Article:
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### How to Interpret Function Graphs

You’re going to see dozens and dozens of functions in your study of calculus, and the graphs of those functions can visually express such things as inflation, population growth, and radioactive decay. [more…]

### How to Horizontally Transform a Function

You can transform any function into a related function by shifting it horizontally or vertically, flipping it over (reflecting it) horizontally or vertically, or stretching or shrinking it horizontally [more…]

### How to Vertically Transform a Function

To transform a function vertically, you add a number to or subtract a number from the entire function, or multiply it by a number. To do something to an entire function, say [more…]

### How to Work with Lines in Calculus

A line is the simplest function that you can graph on the coordinate plane. (Lines are important in calculus because when you zoom in far enough on a curve, it looks and behaves like a line.) This figure [more…]

### How to Recognize Inverse Functions

You can tell that two functions are inverse functions when each one undoes what the other does. When you graph inverse functions, each is a mirror image of the other. Here are some examples of inverse [more…]

### Even-Odd Identities in Trigonometric Functions

All functions, including trig functions, can be described as being even, odd, or neither. Knowing whether a trig function is even or odd can help you simplify an expression. These even-odd identities are [more…]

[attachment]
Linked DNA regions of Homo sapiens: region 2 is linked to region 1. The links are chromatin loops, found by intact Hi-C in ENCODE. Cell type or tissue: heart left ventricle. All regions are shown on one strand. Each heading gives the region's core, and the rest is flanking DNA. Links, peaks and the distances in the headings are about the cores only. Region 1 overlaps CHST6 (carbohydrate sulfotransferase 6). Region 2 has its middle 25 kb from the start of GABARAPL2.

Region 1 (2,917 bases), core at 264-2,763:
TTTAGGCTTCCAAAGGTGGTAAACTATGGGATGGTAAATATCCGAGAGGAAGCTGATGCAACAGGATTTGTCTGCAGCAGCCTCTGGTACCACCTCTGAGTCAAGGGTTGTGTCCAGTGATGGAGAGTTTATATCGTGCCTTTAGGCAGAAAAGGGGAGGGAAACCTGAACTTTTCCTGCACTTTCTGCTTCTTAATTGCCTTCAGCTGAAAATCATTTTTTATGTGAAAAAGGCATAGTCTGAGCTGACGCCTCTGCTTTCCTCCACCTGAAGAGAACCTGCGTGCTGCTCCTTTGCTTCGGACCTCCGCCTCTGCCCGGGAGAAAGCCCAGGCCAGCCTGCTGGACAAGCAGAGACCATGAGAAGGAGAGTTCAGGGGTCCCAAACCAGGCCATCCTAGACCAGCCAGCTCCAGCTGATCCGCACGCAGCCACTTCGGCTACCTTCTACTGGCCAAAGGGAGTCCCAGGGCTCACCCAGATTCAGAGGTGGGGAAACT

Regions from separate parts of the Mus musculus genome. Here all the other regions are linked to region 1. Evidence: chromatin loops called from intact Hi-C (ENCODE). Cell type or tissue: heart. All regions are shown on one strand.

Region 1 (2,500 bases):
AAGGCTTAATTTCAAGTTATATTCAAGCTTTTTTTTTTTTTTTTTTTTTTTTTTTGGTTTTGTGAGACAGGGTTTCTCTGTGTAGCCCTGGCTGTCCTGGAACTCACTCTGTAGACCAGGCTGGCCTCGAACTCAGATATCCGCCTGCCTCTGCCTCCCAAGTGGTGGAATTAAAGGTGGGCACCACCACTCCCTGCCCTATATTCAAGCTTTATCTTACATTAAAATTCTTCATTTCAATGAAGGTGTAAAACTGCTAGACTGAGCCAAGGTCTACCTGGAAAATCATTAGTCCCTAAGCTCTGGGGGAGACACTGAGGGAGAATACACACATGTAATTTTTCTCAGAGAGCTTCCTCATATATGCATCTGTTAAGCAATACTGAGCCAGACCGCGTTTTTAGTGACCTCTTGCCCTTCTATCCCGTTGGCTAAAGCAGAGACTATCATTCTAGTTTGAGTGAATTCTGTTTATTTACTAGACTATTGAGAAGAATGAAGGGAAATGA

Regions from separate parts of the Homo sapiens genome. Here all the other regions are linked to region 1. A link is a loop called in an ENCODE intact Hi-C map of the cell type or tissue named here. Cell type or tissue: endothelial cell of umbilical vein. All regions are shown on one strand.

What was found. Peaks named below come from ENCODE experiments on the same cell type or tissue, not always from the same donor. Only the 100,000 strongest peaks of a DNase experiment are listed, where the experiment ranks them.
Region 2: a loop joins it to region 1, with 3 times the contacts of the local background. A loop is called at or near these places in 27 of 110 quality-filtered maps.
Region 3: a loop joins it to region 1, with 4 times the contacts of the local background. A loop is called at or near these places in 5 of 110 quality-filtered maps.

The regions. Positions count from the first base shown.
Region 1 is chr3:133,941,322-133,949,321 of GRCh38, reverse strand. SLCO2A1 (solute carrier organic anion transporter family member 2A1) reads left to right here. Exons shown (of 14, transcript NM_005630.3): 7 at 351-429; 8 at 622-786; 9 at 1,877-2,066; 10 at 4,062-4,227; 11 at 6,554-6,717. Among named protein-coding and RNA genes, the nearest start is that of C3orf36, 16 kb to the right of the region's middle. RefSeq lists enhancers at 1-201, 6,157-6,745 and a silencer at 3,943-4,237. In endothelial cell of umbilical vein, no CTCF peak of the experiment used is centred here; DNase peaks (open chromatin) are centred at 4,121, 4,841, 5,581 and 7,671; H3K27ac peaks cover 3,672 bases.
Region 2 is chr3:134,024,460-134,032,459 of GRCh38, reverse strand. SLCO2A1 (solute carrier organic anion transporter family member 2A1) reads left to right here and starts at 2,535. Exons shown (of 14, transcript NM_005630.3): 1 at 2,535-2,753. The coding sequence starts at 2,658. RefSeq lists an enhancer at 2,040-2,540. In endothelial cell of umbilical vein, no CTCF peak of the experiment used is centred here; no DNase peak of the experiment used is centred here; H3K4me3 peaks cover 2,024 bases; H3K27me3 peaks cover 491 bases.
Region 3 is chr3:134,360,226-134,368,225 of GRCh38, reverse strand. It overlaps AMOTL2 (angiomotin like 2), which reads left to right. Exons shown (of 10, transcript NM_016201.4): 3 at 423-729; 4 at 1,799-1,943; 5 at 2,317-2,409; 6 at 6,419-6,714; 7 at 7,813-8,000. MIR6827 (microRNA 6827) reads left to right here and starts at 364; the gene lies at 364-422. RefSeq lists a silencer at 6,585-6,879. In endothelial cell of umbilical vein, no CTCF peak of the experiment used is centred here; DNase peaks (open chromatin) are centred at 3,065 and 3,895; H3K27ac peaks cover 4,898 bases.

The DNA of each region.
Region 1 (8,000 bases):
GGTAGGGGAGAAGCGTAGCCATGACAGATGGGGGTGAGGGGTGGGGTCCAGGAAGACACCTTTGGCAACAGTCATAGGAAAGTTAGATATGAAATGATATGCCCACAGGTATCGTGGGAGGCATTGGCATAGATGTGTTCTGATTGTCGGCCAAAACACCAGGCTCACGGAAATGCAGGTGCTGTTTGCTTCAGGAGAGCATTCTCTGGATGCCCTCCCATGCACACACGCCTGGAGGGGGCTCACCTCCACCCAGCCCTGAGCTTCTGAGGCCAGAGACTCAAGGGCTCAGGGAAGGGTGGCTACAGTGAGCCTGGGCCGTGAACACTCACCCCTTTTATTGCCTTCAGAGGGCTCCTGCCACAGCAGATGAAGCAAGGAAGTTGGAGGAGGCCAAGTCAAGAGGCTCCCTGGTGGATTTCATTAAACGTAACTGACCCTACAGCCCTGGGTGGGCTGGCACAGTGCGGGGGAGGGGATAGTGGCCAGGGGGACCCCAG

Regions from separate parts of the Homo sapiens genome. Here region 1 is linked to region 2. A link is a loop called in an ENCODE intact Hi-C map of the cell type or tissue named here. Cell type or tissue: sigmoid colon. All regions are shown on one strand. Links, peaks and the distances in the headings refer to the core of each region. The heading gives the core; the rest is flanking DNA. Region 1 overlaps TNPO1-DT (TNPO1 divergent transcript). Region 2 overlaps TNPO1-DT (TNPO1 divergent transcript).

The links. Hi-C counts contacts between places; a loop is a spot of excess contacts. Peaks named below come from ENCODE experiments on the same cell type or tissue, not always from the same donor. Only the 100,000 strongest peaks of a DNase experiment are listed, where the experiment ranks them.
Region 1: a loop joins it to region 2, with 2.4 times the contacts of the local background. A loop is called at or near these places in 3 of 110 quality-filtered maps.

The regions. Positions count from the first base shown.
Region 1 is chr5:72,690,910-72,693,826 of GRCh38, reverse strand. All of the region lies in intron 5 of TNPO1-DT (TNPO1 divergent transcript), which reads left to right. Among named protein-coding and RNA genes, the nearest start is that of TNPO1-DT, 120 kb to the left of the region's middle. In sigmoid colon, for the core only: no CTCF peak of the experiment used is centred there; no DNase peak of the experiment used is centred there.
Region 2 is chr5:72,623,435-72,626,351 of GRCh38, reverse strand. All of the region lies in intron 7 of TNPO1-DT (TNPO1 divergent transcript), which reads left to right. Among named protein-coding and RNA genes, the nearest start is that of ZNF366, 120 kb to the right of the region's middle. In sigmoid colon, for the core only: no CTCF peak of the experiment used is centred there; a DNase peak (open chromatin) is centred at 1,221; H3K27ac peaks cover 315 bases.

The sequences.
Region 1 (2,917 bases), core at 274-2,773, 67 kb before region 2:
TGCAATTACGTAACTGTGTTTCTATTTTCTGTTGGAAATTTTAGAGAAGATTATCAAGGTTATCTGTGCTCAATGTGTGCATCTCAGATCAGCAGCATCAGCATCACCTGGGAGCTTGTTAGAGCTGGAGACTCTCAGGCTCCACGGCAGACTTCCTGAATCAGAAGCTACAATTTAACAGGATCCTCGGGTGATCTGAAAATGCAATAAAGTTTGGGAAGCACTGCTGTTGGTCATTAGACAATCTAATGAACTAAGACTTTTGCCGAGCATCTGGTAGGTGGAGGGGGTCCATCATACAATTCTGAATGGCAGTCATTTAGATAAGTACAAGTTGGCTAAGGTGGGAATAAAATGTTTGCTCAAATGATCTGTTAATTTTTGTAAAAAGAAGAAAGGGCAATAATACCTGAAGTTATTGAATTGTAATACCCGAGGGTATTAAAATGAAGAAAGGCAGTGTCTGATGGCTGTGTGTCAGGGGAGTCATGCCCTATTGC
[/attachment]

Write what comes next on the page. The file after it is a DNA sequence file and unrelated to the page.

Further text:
### How to Solve Compound Functions Where the Inner Function Is *ax* + *b*

Some integrals of compound functions *f*(*g*(*x*)) are easy to do quickly in Calculus. These include compound functions for which you know how to integrate the outer function [more…]

### Solve Compound Functions Where the Inner Function Is *ax*

When figuring Calculus problems, some integrals of compound functions *f* (*g*(*x*)) are easy to do quickly. These include compound functions for which you know how to integrate the outer function [more…]

### Classifying Differential Equations by Order

The most common classification of differential equations is based on order. The order of a differential equation simply is the order of its highest derivative. You can have first-, second-, and higher-order [more…]

### Distinguishing among Linear, Separable, and Exact Differential Equations

You can distinguish among linear, separable, and exact differential equations if you know what to look for. Keep in mind that you may need to reshuffle an equation to identify it. [more…]

### Defining Homogeneous and Nonhomogeneous Differential Equations

In order to identify a nonhomogeneous differential equation, you first need to know what a homogeneous differential equation looks like. You also often need to solve one before you can solve the other. [more…]

### Using the Method of Undetermined Coefficients

If you need to find particular solutions to nonhomogeneous differential equations, then you can start with the method of undetermined coefficients. Suppose you face the following nonhomogeneous differential [more…]

### How to Graph a Rational Function with Numerator and Denominator of Equal Degrees